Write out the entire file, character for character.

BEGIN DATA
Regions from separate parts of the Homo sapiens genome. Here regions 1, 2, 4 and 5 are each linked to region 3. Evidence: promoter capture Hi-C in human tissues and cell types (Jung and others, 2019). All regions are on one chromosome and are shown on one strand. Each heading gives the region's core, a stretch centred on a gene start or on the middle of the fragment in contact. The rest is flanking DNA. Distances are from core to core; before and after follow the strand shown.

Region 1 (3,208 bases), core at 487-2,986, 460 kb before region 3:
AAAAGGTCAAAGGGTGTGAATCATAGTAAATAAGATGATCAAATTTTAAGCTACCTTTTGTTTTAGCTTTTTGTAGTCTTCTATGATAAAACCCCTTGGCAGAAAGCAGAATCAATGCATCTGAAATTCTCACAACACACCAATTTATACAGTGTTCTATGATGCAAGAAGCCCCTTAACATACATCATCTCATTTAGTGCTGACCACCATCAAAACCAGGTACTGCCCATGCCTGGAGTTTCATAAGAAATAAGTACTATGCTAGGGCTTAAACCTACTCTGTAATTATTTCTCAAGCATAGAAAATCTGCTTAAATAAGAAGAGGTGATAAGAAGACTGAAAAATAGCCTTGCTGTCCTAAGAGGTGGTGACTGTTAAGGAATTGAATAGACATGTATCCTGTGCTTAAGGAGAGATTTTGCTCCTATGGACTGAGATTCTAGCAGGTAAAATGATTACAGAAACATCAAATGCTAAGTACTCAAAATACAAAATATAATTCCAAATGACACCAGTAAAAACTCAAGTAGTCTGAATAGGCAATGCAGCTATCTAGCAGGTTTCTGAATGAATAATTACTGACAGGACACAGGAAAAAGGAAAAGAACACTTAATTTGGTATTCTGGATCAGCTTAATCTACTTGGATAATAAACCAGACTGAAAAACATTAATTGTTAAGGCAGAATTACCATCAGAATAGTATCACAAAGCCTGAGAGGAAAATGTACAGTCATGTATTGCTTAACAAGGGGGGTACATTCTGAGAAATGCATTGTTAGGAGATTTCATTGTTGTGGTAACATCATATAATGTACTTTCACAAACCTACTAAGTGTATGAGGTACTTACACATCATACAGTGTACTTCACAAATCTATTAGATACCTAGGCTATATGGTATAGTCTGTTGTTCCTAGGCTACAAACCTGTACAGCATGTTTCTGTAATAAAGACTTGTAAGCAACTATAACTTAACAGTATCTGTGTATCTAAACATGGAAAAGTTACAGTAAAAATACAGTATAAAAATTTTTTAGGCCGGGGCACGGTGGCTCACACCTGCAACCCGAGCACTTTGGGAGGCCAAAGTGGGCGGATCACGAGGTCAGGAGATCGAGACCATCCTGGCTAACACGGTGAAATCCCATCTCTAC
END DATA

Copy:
Regions from separate parts of the Homo sapiens genome. Here regions 1, 2, 4 and 5 are each linked to region 3. Evidence: promoter capture Hi-C in human tissues and cell types (Jung and others, 2019). All regions are on one chromosome and are shown on one strand. Each heading gives the region's core, a stretch centred on a gene start or on the middle of the fragment in contact. The rest is flanking DNA. Distances are from core to core; before and after follow the strand shown.

Region 1 (3,208 bases), core at 487-2,986, 460 kb before region 3:
AAAAGGTCAAAGGGTGTGAATCATAGTAAATAAGATGATCAAATTTTAAGCTACCTTTTGTTTTAGCTTTTTGTAGTCTTCTATGATAAAACCCCTTGGCAGAAAGCAGAATCAATGCATCTGAAATTCTCACAACACACCAATTTATACAGTGTTCTATGATGCAAGAAGCCCCTTAACATACATCATCTCATTTAGTGCTGACCACCATCAAAACCAGGTACTGCCCATGCCTGGAGTTTCATAAGAAATAAGTACTATGCTAGGGCTTAAACCTACTCTGTAATTATTTCTCAAGCATAGAAAATCTGCTTAAATAAGAAGAGGTGATAAGAAGACTGAAAAATAGCCTTGCTGTCCTAAGAGGTGGTGACTGTTAAGGAATTGAATAGACATGTATCCTGTGCTTAAGGAGAGATTTTGCTCCTATGGACTGAGATTCTAGCAGGTAAAATGATTACAGAAACATCAAATGCTAAGTACTCAAAATACAAAATATAATTCCAAATGACACCAGTAAAAACTCAAGTAGTCTGAATAGGCAATGCAGCTATCTAGCAGGTTTCTGAATGAATAATTACTGACAGGACACAGGAAAAAGGAAAAGAACACTTAATTTGGTATTCTGGATCAGCTTAATCTACTTGGATAATAAACCAGACTGAAAAACATTAATTGTTAAGGCAGAATTACCATCAGAATAGTATCACAAAGCCTGAGAGGAAAATGTACAGTCATGTATTGCTTAACAAGGGGGGTACATTCTGAGAAATGCATTGTTAGGAGATTTCATTGTTGTGGTAACATCATATAATGTACTTTCACAAACCTACTAAGTGTATGAGGTACTTACACATCATACAGTGTACTTCACAAATCTATTAGATACCTAGGCTATATGGTATAGTCTGTTGTTCCTAGGCTACAAACCTGTACAGCATGTTTCTGTAATAAAGACTTGTAAGCAACTATAACTTAACAGTATCTGTGTATCTAAACATGGAAAAGTTACAGTAAAAATACAGTATAAAAATTTTTTAGGCCGGGGCACGGTGGCTCACACCTGCAACCCGAGCACTTTGGGAGGCCAAAGTGGGCGGATCACGAGGTCAGGAGATCGAGACCATCCTGGCTAACACGGTGAAATCCCATCTCTAC